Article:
Alan MacCormack has been with the University Studies Program since 1999. He is a zoologist and ecologist with a doctoral degree from the University of North Carolina at Chapel Hill and an undergraduate degree from Antioch College. Alan has worked with pesticide pollution, the social behavior of wasps, bird migration, and biological rhythms. Current interests include evolutionary theory, science education and the philosophy of science. He is happy to discuss almost anything other than golf and reality shows.
Anoop Mirpuri is an Assistant Professor in the Department of English at PSU. His specialties include African American literature, American studies, cultural studies, critical theory, and critical race and ethnic studies. His courses draw on methods developed throughout the humanities and social sciences. In his courses, you can expect to engage with and read very closely a wide variety of philosophical and literary texts as a way of interrogating issues such as power, identity (race, gender, class, sexual, national), racism, violence, capitalism and inequality, language and meaning, the self and the social, the relation between "humans" and "nature," and the histories of revolution and resistance.
Betsy Natter started teaching in the Maseeh College of Electrical and Computer Engineering and University Studies in 2004. Prior to teaching she spent ten years in the semiconductor industry in positions ranging from process and device engineering to management of quality and reliability. Teaching semiconductor physics had been a goal and was a natural transition, but teaching Design & Society and working with a great variety of teammates has been an unexpected delight. She hopes to make science and engineering less intimidating and more easily understood so her students can prosper in our technological society. She received her BS in Physics from Caltech and her MS in Electrical Engineering from the Oregon Graduate Institute. She loves reading, playing the piano, backpacking, skiing, and spending time with her family.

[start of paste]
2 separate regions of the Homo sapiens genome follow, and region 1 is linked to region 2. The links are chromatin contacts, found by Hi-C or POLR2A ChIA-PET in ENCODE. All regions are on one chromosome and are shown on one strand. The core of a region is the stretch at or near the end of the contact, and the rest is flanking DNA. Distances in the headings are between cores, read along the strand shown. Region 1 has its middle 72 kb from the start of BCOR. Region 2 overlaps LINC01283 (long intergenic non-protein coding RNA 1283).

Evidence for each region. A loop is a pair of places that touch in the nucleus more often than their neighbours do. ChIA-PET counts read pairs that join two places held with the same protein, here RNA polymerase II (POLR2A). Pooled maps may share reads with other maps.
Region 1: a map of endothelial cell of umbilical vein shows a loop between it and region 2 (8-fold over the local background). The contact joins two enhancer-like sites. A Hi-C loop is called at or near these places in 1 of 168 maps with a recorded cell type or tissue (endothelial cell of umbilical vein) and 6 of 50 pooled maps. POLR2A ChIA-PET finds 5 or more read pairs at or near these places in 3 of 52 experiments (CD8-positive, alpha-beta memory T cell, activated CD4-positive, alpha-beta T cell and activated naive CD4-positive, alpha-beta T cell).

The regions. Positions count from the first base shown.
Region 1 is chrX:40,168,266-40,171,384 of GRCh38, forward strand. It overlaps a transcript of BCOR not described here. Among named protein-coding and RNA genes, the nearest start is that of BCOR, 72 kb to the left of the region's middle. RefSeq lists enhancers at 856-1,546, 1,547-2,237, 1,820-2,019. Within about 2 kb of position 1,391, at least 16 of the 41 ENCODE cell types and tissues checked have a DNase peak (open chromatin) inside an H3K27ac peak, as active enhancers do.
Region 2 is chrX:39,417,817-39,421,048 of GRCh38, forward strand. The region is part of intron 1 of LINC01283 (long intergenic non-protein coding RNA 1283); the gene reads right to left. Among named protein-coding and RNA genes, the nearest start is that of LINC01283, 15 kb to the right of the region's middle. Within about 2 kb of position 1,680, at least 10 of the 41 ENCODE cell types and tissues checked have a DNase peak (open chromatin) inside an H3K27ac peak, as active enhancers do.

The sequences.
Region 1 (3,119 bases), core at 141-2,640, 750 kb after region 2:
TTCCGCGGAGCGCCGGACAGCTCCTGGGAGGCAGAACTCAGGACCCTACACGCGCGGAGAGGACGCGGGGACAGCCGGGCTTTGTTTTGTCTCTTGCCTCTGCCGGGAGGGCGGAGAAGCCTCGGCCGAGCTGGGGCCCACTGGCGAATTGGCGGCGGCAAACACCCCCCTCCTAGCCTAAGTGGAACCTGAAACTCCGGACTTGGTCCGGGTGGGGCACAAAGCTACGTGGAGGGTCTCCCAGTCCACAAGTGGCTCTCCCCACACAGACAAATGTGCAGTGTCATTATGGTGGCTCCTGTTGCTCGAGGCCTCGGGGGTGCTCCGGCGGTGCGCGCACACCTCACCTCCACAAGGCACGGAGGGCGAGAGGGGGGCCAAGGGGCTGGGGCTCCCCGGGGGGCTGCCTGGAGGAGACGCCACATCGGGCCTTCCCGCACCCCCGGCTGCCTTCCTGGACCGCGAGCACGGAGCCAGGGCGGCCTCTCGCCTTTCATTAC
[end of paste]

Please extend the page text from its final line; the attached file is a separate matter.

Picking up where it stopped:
Sarah Wolf Newlands teaches Freshman Inquiry "The Work of Art" and Sophomore Inquiry "Popular Culture", as well as courses in drawing, painting, and contemporary art history. Sarah's students often work collaboratively on interdisciplinary projects in museums and other cultural institutions. She emphasizes process, while promoting students' understanding of their work within larger theoretical and cultural frameworks. Sarah received an MFA from Portland State University and a BFA from the Rhode Island School of Design, and has been actively involved in museum education since she began giving tours at the Walker Art Center in Minneapolis in the mid-1990s. Her own art brings together the language of formal abstraction with commonplace everyday things, using repetition and process as methods of transformation.